Richie’s drive inn is located on N. king street, a street away from Toshi’s okazuya (you can read my post about Toshi’s here: https://smilemakeothershappy.com/2018/01/22/toshis-okazuya/)
Before it was Richie’s there was a garment factory where they sewed clothing. I don’t remember the name, being only about 4 or 5 at the time the fire broke out. I was frightened by the flames and black smoke coming from the windows that filled the air. We lived right next door to the factory. Our little lane was filled with fire engines spraying water not only on the burning building but the near by houses so that they wouldn’t catch fire. My mom sent my younger brother and I to my uncles house two blocks away to stay over night. When we returned home only the blackened remains were left.
The Empty Lot
After the fire the building was torn down leaving only the concrete foundation. This is where we kids would play. We rode our bikes, played dodgeball, volleyball, four squares, hop scotch, jump rope, marbles, and jacks. We built ramps to jump over with our bikes too. A few years later the people/company that owned the lot put up a chain link and wooden fence to keep people out. This didn’t deter us. We simply squeezed through the space between the wall of the building next to the lot or climbed over from our side of the wall. With the building materials left behind we built rickety structures (my dad is a carpenter so we used his tools) for club houses, one for us girls that had a sign that said, “No Boys Allowed,” and one for the boys that had a sign that read “No Girls Allowed.” Even with the club houses we still had a lot of open space to play our our games.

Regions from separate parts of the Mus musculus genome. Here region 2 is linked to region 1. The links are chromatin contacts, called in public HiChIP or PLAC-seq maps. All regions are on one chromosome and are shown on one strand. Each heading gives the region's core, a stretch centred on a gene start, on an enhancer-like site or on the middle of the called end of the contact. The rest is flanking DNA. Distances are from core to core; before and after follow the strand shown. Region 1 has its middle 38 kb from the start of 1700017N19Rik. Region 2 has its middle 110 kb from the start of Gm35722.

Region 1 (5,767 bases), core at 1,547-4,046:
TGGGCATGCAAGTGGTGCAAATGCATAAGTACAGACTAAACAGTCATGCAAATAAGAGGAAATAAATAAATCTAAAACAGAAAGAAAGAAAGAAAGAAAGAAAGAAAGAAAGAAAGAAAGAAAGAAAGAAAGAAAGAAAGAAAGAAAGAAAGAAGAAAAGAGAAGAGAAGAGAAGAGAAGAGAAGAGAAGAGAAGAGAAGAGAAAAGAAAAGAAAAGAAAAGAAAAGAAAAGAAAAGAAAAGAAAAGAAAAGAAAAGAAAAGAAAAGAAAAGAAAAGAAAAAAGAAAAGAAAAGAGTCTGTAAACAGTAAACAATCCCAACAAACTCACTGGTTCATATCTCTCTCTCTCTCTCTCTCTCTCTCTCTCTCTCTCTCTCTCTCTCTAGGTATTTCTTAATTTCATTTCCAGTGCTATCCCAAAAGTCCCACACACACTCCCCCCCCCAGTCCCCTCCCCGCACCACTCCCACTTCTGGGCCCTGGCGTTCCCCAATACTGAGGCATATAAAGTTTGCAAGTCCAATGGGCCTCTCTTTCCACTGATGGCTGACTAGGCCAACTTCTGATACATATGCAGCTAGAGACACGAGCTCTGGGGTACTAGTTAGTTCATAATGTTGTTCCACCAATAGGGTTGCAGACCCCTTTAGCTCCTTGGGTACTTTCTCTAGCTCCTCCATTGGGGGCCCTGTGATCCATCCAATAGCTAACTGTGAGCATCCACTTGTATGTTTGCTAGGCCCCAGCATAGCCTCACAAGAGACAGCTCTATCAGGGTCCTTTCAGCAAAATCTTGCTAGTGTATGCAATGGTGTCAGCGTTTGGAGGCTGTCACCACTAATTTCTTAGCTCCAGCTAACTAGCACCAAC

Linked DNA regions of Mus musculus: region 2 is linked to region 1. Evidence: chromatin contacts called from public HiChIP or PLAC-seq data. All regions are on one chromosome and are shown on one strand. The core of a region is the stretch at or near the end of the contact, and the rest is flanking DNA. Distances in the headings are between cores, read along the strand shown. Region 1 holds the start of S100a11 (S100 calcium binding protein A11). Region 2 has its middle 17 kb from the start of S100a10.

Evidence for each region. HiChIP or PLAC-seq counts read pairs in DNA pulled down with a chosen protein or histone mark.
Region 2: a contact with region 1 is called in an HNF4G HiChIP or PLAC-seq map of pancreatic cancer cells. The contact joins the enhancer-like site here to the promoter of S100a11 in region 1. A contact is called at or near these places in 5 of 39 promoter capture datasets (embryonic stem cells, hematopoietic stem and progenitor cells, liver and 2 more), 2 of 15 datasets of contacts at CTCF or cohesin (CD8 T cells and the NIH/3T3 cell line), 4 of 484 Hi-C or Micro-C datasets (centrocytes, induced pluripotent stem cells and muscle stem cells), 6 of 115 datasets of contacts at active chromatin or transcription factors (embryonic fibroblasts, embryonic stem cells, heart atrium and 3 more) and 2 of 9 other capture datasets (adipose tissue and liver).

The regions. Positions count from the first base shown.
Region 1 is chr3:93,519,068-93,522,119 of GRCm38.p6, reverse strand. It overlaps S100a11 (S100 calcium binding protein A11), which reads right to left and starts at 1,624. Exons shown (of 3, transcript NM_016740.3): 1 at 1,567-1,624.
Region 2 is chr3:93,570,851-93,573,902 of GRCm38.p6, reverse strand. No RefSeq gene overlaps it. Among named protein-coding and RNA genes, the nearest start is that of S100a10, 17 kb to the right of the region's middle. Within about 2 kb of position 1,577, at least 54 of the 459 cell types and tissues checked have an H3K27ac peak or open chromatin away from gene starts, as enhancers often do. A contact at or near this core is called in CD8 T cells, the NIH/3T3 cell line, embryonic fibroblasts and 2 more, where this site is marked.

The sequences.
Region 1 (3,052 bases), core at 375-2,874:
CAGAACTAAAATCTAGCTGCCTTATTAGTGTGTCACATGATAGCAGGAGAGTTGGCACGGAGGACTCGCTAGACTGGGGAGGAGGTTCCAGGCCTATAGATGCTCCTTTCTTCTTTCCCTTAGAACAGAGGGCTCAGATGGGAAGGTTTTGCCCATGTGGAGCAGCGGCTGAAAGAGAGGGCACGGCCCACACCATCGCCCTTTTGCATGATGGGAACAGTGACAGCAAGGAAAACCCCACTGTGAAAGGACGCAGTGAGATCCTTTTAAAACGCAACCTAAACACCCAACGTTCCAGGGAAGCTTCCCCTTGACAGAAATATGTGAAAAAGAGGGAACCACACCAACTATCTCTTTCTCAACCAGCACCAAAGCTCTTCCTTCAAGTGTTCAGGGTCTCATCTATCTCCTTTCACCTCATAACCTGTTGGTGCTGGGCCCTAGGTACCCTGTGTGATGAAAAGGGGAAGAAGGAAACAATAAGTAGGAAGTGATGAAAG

At the end of my middle school years construction began on the site of the empty lot, gone was our play ground. As the construction progressed everyone in the neighborhood speculated on what would be built. When we found out that it would be a Churches Chicken we were surprise but happy because we didn’t have a fried chicken restaurant in the are. When the doors opened for business people lined up to sample their food. Back then you could buy a drumstick, half a corn on the cob, biscuit and small drink for a dollar! I thought Churches Chicken tasted better than KFC. We kids were regulars there and made friends with the workers who’d give us some freebies every now and then. Unfortunately Churches didn’t do well and the doors closed before I graduated from high school. We cried as we said farewell to our friends and wished them well.
Thirty Years and Counting
Richie’s drive inn opened its door the year our son was born and is still there today. The aunties (most of the old time workers who were there from the beginning) are still working there. One of the aunties gave our son the nickname “La Bamba” because every time we played that song on the juke box (it was the days with 45s) our son would dance. The aunties would even give him quarters just to see him dance because he was so cute.
My favorite plate lunch from Richie’s is sold only on Tuesday and Thursday’s , it’s their special of the day, it’s the shoyu Chicken. The most popular plate lunch was their chili dog plate. It came with two scoops rice, one scoop macaroni salad, a hot dog, chili all over, and a small drink for $4.00. (That was back in the 80s, I don’t know how much it costs now). If you’re going for the special of the day you need to go before twelve because they sell out fast.
Passing of Time
Since they opened their doors many changes have taken place. They enclosed the dining area. They took the bus stop away, now it’s a street over, and the taste is not the same for some of the items on the menu. Despite the changes it’s nice to go back and see familiar faces and catch up on what’s happened since our last visit and revisiting the past.
Have a Smiley Day 😄